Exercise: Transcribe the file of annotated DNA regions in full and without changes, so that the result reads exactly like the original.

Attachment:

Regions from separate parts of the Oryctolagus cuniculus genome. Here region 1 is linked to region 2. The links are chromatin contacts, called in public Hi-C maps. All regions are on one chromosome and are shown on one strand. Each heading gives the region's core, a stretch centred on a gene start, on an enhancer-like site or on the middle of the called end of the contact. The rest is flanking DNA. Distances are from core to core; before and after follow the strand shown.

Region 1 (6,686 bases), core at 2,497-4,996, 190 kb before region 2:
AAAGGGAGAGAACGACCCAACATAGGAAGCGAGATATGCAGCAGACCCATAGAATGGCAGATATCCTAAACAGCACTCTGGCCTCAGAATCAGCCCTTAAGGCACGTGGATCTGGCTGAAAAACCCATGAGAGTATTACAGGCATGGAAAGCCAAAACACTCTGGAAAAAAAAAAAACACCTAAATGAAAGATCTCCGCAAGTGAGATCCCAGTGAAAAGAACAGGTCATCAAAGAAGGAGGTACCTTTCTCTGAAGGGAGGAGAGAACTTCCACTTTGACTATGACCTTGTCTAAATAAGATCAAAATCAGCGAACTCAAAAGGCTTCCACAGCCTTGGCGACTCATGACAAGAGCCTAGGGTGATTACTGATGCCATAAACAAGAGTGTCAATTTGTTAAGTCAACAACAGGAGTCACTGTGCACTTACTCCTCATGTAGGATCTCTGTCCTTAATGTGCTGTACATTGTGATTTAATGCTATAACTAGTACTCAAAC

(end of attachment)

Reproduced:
Regions from separate parts of the Oryctolagus cuniculus genome. Here region 1 is linked to region 2. The links are chromatin contacts, called in public Hi-C maps. All regions are on one chromosome and are shown on one strand. Each heading gives the region's core, a stretch centred on a gene start, on an enhancer-like site or on the middle of the called end of the contact. The rest is flanking DNA. Distances are from core to core; before and after follow the strand shown.

Region 1 (6,686 bases), core at 2,497-4,996, 190 kb before region 2:
AAAGGGAGAGAACGACCCAACATAGGAAGCGAGATATGCAGCAGACCCATAGAATGGCAGATATCCTAAACAGCACTCTGGCCTCAGAATCAGCCCTTAAGGCACGTGGATCTGGCTGAAAAACCCATGAGAGTATTACAGGCATGGAAAGCCAAAACACTCTGGAAAAAAAAAAAACACCTAAATGAAAGATCTCCGCAAGTGAGATCCCAGTGAAAAGAACAGGTCATCAAAGAAGGAGGTACCTTTCTCTGAAGGGAGGAGAGAACTTCCACTTTGACTATGACCTTGTCTAAATAAGATCAAAATCAGCGAACTCAAAAGGCTTCCACAGCCTTGGCGACTCATGACAAGAGCCTAGGGTGATTACTGATGCCATAAACAAGAGTGTCAATTTGTTAAGTCAACAACAGGAGTCACTGTGCACTTACTCCTCATGTAGGATCTCTGTCCTTAATGTGCTGTACATTGTGATTTAATGCTATAACTAGTACTCAAAC